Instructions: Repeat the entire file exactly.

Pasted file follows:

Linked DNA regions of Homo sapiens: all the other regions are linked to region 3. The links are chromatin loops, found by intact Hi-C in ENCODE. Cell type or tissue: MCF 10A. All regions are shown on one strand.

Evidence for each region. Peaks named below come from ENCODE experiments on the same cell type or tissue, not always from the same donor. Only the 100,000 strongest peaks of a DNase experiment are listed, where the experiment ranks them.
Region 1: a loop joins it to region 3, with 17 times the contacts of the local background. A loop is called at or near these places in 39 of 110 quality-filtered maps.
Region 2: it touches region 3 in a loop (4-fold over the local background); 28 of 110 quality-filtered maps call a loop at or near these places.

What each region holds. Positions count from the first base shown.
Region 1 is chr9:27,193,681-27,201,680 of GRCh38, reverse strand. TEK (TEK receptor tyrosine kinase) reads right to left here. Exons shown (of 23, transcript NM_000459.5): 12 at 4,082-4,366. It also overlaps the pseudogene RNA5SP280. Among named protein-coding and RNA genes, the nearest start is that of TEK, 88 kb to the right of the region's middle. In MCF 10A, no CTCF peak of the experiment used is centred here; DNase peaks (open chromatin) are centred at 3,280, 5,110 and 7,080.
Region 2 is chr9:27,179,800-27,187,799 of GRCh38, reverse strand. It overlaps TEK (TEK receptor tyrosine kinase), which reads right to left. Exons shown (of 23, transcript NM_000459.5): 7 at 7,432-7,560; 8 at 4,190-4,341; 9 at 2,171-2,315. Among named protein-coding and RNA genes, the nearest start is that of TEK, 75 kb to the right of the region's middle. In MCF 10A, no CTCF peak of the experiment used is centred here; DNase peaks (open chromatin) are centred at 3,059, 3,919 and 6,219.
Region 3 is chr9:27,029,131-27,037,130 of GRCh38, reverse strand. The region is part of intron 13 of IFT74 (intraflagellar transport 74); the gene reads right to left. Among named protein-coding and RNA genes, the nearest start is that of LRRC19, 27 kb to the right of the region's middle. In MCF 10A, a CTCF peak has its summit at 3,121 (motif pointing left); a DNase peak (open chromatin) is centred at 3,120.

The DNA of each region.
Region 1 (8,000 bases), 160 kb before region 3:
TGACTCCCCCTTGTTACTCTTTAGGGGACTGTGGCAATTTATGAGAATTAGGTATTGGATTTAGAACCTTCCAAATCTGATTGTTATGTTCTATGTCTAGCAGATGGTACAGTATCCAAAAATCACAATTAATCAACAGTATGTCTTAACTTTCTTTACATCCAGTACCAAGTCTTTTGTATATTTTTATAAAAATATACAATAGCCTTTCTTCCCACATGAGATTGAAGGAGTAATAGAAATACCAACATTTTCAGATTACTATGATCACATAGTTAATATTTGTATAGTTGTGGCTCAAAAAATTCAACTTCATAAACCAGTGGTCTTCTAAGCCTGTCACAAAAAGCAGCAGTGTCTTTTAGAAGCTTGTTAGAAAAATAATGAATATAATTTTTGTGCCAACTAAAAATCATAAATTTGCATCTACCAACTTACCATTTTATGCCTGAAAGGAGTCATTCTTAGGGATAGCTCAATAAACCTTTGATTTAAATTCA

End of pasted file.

Linked DNA regions of Homo sapiens: all the other regions are linked to region 3. The links are chromatin loops, found by intact Hi-C in ENCODE. Cell type or tissue: MCF 10A. All regions are shown on one strand.

Evidence for each region. Peaks named below come from ENCODE experiments on the same cell type or tissue, not always from the same donor. Only the 100,000 strongest peaks of a DNase experiment are listed, where the experiment ranks them.
Region 1: a loop joins it to region 3, with 17 times the contacts of the local background. A loop is called at or near these places in 39 of 110 quality-filtered maps.
Region 2: it touches region 3 in a loop (4-fold over the local background); 28 of 110 quality-filtered maps call a loop at or near these places.

What each region holds. Positions count from the first base shown.
Region 1 is chr9:27,193,681-27,201,680 of GRCh38, reverse strand. TEK (TEK receptor tyrosine kinase) reads right to left here. Exons shown (of 23, transcript NM_000459.5): 12 at 4,082-4,366. It also overlaps the pseudogene RNA5SP280. Among named protein-coding and RNA genes, the nearest start is that of TEK, 88 kb to the right of the region's middle. In MCF 10A, no CTCF peak of the experiment used is centred here; DNase peaks (open chromatin) are centred at 3,280, 5,110 and 7,080.
Region 2 is chr9:27,179,800-27,187,799 of GRCh38, reverse strand. It overlaps TEK (TEK receptor tyrosine kinase), which reads right to left. Exons shown (of 23, transcript NM_000459.5): 7 at 7,432-7,560; 8 at 4,190-4,341; 9 at 2,171-2,315. Among named protein-coding and RNA genes, the nearest start is that of TEK, 75 kb to the right of the region's middle. In MCF 10A, no CTCF peak of the experiment used is centred here; DNase peaks (open chromatin) are centred at 3,059, 3,919 and 6,219.
Region 3 is chr9:27,029,131-27,037,130 of GRCh38, reverse strand. The region is part of intron 13 of IFT74 (intraflagellar transport 74); the gene reads right to left. Among named protein-coding and RNA genes, the nearest start is that of LRRC19, 27 kb to the right of the region's middle. In MCF 10A, a CTCF peak has its summit at 3,121 (motif pointing left); a DNase peak (open chromatin) is centred at 3,120.

The DNA of each region.
Region 1 (8,000 bases), 160 kb before region 3:
TGACTCCCCCTTGTTACTCTTTAGGGGACTGTGGCAATTTATGAGAATTAGGTATTGGATTTAGAACCTTCCAAATCTGATTGTTATGTTCTATGTCTAGCAGATGGTACAGTATCCAAAAATCACAATTAATCAACAGTATGTCTTAACTTTCTTTACATCCAGTACCAAGTCTTTTGTATATTTTTATAAAAATATACAATAGCCTTTCTTCCCACATGAGATTGAAGGAGTAATAGAAATACCAACATTTTCAGATTACTATGATCACATAGTTAATATTTGTATAGTTGTGGCTCAAAAAATTCAACTTCATAAACCAGTGGTCTTCTAAGCCTGTCACAAAAAGCAGCAGTGTCTTTTAGAAGCTTGTTAGAAAAATAATGAATATAATTTTTGTGCCAACTAAAAATCATAAATTTGCATCTACCAACTTACCATTTTATGCCTGAAAGGAGTCATTCTTAGGGATAGCTCAATAAACCTTTGATTTAAATTCA